By the end of the 2018 season, Franks was comprehending the game much better than he was at the beginning of the year, proof that the extra work and film study was paying dividends on the field. 

To end of the impressive turnaround, Franks and Co. put on a show against Idaho, in-state rival Florida State, and an exceptional Michigan team in the Peach Bowl. Franks led the way, throwing for 701 yards and posting nine total touchdowns in the final three games of the 2018 season. 

Statistically, Feleipe Franks finished the 2018 season with one of the best seasons from a Florida QB since Tim Tebow. Franks ended his redshirt sophomore season with 2,457 passing yards on 188-322 throwing (58.4%), 24 passing touchdowns, seven rushing touchdowns, and another 350 yards on the ground. Perhaps his most impressive stat was only throwing six interceptions, which was down from eight interceptions in 2017, despite him throwing the ball over 90 times more. His 24-6 TD-INT ratio finished 17th best in the nation. 

On the field, Franks was starting to put it all together as the season came to a close. 2019 was going to be his season to show out, as he was undoubtedly the Gators' QB1 throughout spring, summer, and fall practice. 

Florida was matched up with in-state rival Miami to kick off the 150th season of College Football. Despite multiple fourth-quarter mishaps including a drop that turned into an interception, Franks and Florida escaped an ugly game, 24-20. Besides two plays that were out of his control, Franks played very well behind a young offensive line, one which couldn't establish positioning against a swarming Miami front seven. 

Franks finished the game throwing for 17-27 (63%), three (one rushing) touchdowns, and two interceptions. Once again, Franks faced criticism from CFB media and Florida fans alike, but regardless the Gators were 1-0 and were heading in the right direction to start the season. 

In his best statistical game at UF, Franks torched the University of Tennessee-Martin by completing 25 of his 27 passes (92.6%) for 270 yards and two touchdowns. The development of Franks was evident and was just reaching the beginning as 2019 rolled on. 

But then it all came to an end, just like that. 

Midway through the third quarter at Kentucky, Franks went down after his ankle was stuck between two players, causing it to dislocate. The team rallied behind the defense and Trask, and Florida mounted a comeback for their injured teammate, winning the game 29-21. 

Franks would miss the rest of the season shortly after the conclusion of the Kentucky game, and announced after the FSU contest that it was best for him to forgo his final season at Florida to find a new home. 

Fast forward to the present day, and now Kyle Trask will lead his team in his final season as a Gator, while Franks dons the Arkansas Razorback red. 

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Credit: Feleipe Franks (@18franks) on Instagram

Now fate (and COVID-19) brings them together to face each other in a cross-division game, which will now take place due to the 10 game SEC schedule. The date is to be determined, but if all goes as planned, Florida will host Arkansas in The Swamp during the 2020 season. 

Franks will return to Gainesville with his new look Razorbacks, led by former Georgia offensive line coach Sam Pittman, who took the job earlier this offseason. Arkansas will also face "the most challenging schedule in the history of college football" according to Arkansas athletic director Hunter Yurachek. 

Needless to say, the Arkansas Razorbacks will be a battle-tested team due to their disgustingly difficult SEC schedule. Franks will have weapons such as Last Chance U star running back Raheem Boyd, wide receivers Trey Knox and Treylon Burks, and a veteran offensive line that includes four upperclassmen as projected starters. Pittman should get the most out of his offensive line and offensive coordinator Kendal Briles will get a chance to work with Franks before he takes off for the NFL after this season. Luckily for the Gators and defensive coordinator Todd Grantham, the Florida staff has already scouted Briles' offense extensively while he coached at FSU. The same familiarity can be found for Pittman while he was at Georgia, and of course, Franks.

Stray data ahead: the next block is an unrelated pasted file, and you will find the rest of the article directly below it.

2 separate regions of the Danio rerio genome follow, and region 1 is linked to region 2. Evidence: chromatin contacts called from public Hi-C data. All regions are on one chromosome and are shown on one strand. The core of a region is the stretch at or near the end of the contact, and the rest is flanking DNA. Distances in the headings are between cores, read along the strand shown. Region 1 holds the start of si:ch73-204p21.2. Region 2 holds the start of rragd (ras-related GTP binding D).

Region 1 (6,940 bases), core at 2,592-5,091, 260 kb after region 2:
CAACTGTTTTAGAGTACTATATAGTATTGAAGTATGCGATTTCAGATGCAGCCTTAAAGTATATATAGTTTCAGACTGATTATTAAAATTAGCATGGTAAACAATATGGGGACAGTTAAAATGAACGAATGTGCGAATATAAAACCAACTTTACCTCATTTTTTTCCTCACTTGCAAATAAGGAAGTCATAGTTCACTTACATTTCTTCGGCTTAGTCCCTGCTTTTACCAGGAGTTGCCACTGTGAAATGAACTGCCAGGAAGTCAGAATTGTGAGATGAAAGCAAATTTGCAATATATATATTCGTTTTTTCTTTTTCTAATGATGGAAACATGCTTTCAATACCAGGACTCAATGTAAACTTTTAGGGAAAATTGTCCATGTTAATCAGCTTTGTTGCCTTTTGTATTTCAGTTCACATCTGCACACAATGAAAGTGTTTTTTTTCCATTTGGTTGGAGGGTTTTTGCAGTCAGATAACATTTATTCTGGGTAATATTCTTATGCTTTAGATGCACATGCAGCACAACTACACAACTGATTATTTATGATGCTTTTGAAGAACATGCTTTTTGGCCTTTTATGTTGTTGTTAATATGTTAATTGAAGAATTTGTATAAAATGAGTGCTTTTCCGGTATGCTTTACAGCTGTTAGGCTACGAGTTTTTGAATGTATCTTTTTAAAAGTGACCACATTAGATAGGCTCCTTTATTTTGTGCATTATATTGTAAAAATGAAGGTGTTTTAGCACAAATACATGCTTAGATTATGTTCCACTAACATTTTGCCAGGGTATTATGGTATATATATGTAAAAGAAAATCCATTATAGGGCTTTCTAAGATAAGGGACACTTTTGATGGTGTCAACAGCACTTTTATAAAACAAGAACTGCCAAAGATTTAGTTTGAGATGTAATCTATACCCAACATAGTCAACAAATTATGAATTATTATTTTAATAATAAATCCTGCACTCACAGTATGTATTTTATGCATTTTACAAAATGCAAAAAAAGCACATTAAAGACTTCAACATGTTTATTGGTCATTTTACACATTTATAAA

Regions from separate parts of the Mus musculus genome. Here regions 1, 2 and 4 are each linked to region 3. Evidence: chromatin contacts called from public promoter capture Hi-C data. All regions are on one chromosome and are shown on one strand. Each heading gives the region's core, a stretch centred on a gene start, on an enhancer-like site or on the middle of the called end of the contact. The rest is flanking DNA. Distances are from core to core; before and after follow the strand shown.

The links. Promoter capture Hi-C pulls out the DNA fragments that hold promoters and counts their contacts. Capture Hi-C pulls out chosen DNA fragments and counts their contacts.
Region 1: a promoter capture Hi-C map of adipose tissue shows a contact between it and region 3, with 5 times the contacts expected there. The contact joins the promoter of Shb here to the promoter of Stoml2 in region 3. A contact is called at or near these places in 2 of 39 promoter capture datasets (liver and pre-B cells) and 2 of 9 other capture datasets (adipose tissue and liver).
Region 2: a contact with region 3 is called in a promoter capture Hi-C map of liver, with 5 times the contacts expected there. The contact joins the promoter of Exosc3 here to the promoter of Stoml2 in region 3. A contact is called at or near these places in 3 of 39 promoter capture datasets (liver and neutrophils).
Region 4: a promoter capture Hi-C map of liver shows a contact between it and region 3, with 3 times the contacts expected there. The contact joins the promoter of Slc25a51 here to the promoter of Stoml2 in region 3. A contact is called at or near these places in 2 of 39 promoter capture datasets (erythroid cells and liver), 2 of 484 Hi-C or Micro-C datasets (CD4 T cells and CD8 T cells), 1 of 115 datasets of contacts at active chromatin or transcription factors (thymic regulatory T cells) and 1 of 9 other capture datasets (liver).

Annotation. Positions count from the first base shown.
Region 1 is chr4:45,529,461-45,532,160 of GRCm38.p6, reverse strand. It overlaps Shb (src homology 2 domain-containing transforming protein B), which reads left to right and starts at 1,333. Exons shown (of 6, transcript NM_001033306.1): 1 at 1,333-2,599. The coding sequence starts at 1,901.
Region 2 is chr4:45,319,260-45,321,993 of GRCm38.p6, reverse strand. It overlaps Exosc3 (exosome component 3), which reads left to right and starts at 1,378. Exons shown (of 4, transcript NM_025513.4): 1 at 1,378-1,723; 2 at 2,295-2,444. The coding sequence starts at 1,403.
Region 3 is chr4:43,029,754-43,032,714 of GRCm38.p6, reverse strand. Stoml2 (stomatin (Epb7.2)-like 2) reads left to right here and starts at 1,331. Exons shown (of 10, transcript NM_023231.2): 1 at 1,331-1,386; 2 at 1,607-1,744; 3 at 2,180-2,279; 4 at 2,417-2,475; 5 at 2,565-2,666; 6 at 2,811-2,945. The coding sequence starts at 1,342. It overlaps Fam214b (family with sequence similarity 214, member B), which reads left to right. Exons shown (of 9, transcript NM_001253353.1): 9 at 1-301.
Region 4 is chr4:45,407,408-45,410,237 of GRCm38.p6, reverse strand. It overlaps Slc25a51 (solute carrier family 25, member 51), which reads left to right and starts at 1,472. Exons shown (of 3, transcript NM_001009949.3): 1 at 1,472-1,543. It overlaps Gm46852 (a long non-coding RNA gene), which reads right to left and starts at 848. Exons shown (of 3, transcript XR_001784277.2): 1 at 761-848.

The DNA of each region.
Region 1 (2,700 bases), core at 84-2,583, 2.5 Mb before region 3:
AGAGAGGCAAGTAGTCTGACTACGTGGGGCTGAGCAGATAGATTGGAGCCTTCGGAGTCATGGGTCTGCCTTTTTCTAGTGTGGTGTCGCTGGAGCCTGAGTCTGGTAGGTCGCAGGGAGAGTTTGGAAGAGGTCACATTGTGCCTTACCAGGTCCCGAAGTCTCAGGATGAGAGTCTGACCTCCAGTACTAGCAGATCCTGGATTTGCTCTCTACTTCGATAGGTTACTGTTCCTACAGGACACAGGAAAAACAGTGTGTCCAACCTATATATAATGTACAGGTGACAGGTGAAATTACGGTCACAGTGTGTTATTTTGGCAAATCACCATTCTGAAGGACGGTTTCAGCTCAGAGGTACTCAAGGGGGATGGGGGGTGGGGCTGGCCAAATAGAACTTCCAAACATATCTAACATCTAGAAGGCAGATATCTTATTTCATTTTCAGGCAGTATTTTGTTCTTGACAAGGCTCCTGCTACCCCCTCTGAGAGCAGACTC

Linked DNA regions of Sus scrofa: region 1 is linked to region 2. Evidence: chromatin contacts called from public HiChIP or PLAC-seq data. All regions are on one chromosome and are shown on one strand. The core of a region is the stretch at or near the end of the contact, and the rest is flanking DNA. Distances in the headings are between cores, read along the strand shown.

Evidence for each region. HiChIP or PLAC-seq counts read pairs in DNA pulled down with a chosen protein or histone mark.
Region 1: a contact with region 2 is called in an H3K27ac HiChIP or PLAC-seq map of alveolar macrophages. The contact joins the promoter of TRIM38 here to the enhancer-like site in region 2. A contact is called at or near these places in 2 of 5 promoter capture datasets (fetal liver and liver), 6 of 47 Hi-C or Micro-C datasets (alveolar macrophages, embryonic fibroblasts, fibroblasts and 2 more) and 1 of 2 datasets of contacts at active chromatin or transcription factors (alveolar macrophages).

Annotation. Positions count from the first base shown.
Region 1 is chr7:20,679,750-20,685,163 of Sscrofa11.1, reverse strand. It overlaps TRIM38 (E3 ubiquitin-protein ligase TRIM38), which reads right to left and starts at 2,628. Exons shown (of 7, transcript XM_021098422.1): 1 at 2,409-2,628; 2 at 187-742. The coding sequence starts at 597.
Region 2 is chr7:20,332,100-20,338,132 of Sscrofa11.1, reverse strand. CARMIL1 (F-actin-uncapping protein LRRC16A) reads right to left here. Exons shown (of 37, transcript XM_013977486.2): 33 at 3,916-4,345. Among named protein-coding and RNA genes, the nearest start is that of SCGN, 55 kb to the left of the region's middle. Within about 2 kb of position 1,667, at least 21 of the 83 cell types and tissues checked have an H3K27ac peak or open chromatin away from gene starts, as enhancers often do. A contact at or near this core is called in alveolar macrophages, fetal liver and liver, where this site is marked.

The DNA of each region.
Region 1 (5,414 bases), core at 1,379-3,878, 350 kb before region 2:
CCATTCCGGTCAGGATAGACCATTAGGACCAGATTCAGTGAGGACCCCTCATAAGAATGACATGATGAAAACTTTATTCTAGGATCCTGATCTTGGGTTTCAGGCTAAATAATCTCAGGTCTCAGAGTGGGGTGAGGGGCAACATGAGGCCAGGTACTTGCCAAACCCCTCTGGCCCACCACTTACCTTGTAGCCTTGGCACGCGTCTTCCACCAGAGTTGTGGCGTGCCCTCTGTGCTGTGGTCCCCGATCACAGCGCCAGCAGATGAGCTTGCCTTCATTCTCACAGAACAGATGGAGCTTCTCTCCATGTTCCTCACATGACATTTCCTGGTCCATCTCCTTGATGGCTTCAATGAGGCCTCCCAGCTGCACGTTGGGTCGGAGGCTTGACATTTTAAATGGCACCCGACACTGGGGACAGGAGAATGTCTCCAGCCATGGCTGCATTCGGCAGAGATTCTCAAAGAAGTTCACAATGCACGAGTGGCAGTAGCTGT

The combination of Briles and Franks will allow Franks' to put together even more film for NFL scouts, as he has the measurables to make it to the NFL. The Hogs will have a balanced offensive attack with Boyd in the backfield and Franks at QB. Briles is going to try and find one on one matchups that are favorable to the Razorbacks with Knox and Burks, and will have Franks stand tall in the pocket to make all the throws he can. Unlike Mullen, Briles isn't likely to use Franks as much in the QB run game.

Briles likes to push the pace and get aggressive with his playcalling, which fits Franks' skillset like a glove. Briles is a fan of stretching the defense vertically, which is one of Franks' biggest strengths as a quarterback provided his arm power. Arkansas will be willing to go for it all, as they will be the underdog in almost every single game they play this season. They'll play with nothing to lose, which could be dangerous for any SEC that they will face. 

On Florida's end, they return everyone on the offensive line but will have to replace many of Franks' former receivers, including four 2019 starters who are now in the NFL.

Both parties understood the decision for Franks to look elsewhere for his final season, and it appears to have been in both's best interests. Although the matchup may be lopsided in favor of the Gators, the game will be very emotional for both sides. The Florida faithful will welcome their former QB1 back to Gainesville with open arms and Franks knows that, as he ended his transfer note with "Once a Gator, always a Gator." 

Who knows, maybe Franks will hush the Gator Nation just one more time by escaping Gainesville with a win with his Razorbacks.